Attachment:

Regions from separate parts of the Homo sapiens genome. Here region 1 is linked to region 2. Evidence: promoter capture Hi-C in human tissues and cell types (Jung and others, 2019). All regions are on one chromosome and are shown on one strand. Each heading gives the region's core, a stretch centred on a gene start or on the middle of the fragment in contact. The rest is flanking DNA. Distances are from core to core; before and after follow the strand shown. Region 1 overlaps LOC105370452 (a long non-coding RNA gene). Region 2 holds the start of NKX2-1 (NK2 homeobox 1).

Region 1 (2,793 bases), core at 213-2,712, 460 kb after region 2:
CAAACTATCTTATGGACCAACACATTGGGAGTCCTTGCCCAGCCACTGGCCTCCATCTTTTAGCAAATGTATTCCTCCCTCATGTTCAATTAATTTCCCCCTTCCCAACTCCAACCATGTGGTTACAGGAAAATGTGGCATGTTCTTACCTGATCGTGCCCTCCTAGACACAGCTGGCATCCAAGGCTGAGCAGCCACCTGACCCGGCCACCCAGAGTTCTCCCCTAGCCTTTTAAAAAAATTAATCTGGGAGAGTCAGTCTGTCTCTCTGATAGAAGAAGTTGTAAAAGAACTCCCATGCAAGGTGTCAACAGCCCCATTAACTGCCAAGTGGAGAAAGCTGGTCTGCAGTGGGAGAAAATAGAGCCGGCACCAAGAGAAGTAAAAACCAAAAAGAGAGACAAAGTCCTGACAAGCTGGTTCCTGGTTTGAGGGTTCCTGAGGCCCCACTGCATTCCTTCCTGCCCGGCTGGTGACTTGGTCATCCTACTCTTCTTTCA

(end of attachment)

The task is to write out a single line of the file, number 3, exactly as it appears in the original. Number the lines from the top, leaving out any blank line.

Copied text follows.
CAAACTATCTTATGGACCAACACATTGGGAGTCCTTGCCCAGCCACTGGCCTCCATCTTTTAGCAAATGTATTCCTCCCTCATGTTCAATTAATTTCCCCCTTCCCAACTCCAACCATGTGGTTACAGGAAAATGTGGCATGTTCTTACCTGATCGTGCCCTCCTAGACACAGCTGGCATCCAAGGCTGAGCAGCCACCTGACCCGGCCACCCAGAGTTCTCCCCTAGCCTTTTAAAAAAATTAATCTGGGAGAGTCAGTCTGTCTCTCTGATAGAAGAAGTTGTAAAAGAACTCCCATGCAAGGTGTCAACAGCCCCATTAACTGCCAAGTGGAGAAAGCTGGTCTGCAGTGGGAGAAAATAGAGCCGGCACCAAGAGAAGTAAAAACCAAAAAGAGAGACAAAGTCCTGACAAGCTGGTTCCTGGTTTGAGGGTTCCTGAGGCCCCACTGCATTCCTTCCTGCCCGGCTGGTGACTTGGTCATCCTACTCTTCTTTCA